THOUSANDS FEEL THE EARTH MOVE; Quake's 5.30am wake-up alarm.
Thousands of people were alarmed by the 5.30am quake, which was strong enough to vibrate walls and rattle crockery.
The deep rumble was recorded at 4.2 on the Richter scale. But no damage was reported and no-one was hurt.
The epicentre was at Budbrooke, near Warwick, although households up to 30 miles away were shaken.
Seismologists say the tremor was caused by a minor geological fault underneath Warwickshire.
Garage owner Leo McDermott, of Mantilla Drive, Styvechale, Coventry, said: "I was frightened and so was my wife but I knew immediately it was an earthquake.
"My sister lives in San Francisco and I have slept through quakes there. It felt like someone had crashed into the back of our house."
Many families thought their homes were being broken into. A police spokesman in Coventry said: "We had a number of calls from people who thought intruders were on their premises. An earthquake is the last thing you expect."
Lisa Adam, aged 15, of Chesford Crescent, Alderman's Green, bolted awake at 5.30am.
She said: "The whole house was shaking and I really panicked. I ran into my parents, but they told me I was dreaming."
Alan Eaton, a builder, of Darnford Close, Walsgrave, said: "I heard a huge bang and thought it was a car outside, but then I realised it was something like an earthquake because my radiator wouldn't stop rattling."
In south Warwickshire Insp Colin Reynolds said: "We had about 50 phone calls following the tremor.
"We have checked the motorways and bridges in the area, but no damage is reported."
Seismologist Glenn Ford of the British Geological Survey in Edinburgh said: "People would have felt windows rattling profusely for about five seconds.
"It was felt as far away as Gloucester, Birmingham and Rugby and was enough to set ornaments shaking but not to do serious damage - it was 100,000 times smaller than the Turkish quake last year."
It was Britain's strongest tremor since 1990, when Bishop's Castle, Shropshire, was hit.
Christine Graham, manager of the Highway Girl boutique in Riley Square, Bell Green, said shoppers had been buzzing with news of the tremor.
"People from the Bell Green and Aldermans Green areas were woken by the earthquake. They have said pictures were rattling and beds shaking from the force of it."
Security firm managing director Tony Walsh, aged 51, of Glasshouse Lane, Kenilworth, said: "I heard an explosion and jumped out of bed because I thought somebody was breaking into the house.
"The house was physically shaking. I've never known anything like it before."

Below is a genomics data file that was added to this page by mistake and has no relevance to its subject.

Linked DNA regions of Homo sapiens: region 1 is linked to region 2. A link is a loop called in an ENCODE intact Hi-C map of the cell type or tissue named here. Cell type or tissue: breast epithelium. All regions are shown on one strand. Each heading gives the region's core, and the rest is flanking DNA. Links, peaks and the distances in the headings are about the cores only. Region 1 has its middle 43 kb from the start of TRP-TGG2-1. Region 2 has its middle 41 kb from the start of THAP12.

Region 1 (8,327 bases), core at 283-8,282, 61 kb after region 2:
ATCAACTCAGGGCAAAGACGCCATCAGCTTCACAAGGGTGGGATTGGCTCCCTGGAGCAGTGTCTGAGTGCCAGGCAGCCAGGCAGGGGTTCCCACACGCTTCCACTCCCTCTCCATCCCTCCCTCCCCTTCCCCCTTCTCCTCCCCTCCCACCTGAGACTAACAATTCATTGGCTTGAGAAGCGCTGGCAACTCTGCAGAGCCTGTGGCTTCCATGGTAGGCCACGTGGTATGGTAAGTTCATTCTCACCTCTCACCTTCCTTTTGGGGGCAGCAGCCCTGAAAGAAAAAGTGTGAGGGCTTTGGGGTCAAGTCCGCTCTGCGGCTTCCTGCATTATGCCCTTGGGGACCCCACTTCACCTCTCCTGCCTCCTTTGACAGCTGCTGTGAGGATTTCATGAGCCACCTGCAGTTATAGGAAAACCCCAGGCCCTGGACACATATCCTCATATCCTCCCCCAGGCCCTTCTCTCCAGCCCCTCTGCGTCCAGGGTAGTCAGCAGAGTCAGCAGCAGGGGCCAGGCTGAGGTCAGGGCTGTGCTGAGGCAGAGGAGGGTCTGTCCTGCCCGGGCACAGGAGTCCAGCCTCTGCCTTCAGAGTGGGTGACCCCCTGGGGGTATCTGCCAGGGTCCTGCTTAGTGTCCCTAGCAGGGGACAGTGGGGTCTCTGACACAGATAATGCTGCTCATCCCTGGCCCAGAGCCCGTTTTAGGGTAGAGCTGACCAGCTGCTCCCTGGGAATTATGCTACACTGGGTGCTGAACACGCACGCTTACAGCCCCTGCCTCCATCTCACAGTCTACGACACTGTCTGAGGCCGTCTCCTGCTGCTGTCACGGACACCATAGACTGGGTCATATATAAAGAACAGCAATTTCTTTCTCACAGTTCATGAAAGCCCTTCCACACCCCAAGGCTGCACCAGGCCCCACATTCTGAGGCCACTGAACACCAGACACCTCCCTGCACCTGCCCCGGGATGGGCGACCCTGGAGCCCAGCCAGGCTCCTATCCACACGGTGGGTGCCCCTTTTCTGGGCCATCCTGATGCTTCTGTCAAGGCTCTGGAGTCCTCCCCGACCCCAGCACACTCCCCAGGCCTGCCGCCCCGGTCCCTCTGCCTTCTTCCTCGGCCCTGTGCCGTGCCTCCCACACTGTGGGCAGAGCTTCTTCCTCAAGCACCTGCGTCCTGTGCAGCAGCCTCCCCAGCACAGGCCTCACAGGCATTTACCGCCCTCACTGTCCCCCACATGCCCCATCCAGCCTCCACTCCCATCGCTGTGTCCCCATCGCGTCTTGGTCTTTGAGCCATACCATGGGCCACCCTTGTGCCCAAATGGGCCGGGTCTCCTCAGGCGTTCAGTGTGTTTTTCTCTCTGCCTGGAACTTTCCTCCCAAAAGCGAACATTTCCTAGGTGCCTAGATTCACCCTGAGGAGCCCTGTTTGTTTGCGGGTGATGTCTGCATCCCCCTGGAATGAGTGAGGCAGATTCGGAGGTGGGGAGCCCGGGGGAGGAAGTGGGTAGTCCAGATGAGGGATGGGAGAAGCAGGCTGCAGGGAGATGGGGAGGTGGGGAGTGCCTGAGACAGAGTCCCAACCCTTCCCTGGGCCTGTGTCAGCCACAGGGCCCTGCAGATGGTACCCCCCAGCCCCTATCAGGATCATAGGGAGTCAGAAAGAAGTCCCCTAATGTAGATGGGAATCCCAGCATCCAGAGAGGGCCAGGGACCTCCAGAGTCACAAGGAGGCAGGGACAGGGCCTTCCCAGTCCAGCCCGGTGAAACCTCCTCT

We've felt it all before ...
PREVIOUS earthquakes in the Coventry and Warwickshire area:
May 1994: Welford-on-Avon, near Stratford, was the epicentre of an earthquake measuring 3.1 on the Richter scale. The effects were felt in Stratford and as far away as Worcester.
April 1990: An earthquake measuring 3.0 on the Richter scale was felt in a large part of central and southern England including Coventry, London, Brighton, Liverpool, Leeds and Manchester.
July 1984: An earthquake measuring 5.0 on the Richter scale toppled a chimney in Radford, Coventry and was also felt in Warwickshire, Wales, Cheshire, Lancashire, Staffordshire, Cumbria and the Isle of Man.
November 1975: An earth tremor shook Ash Green, on the outskirts of Coventry, and a small area nearby.
11 quakes in 30 days
In the past 30 days there have been 11 earthquakes in Britain but most of them were so low on the Richter scale they were barely noticeable.
Britain is criss-crossed with small fault lines where earthquakes take place.
According to available records 11 people have died in British earthquakes, the first in 1580 and the last in 1940. Most of them died from being hit by falling masonry, falling out of windows or falling downstairs.
The largest quake recorded in Britain was at Dogger Bank in the North Sea off the east coast. It took place in the early hours of the morning on June 7, 1931 and measured 6.1 on the Richter scale.
The biggest earthquakes ever measured were in Chile in 1960 and Alaska in 1964, both registering 8.5 on the Richter scale.
The world's hottest spot for earthquakes is on the edge of the Pacific Ocean in an area running from South American, along the west coast of the USA, through Alaska, Japan, China, the Philippines, Indonesia to Australia.
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|Author:||Diver, Krysia; Wilson, Lucy|
|Publication:||Coventry Evening Telegraph (England)|
|Date:||Sep 23, 2000|
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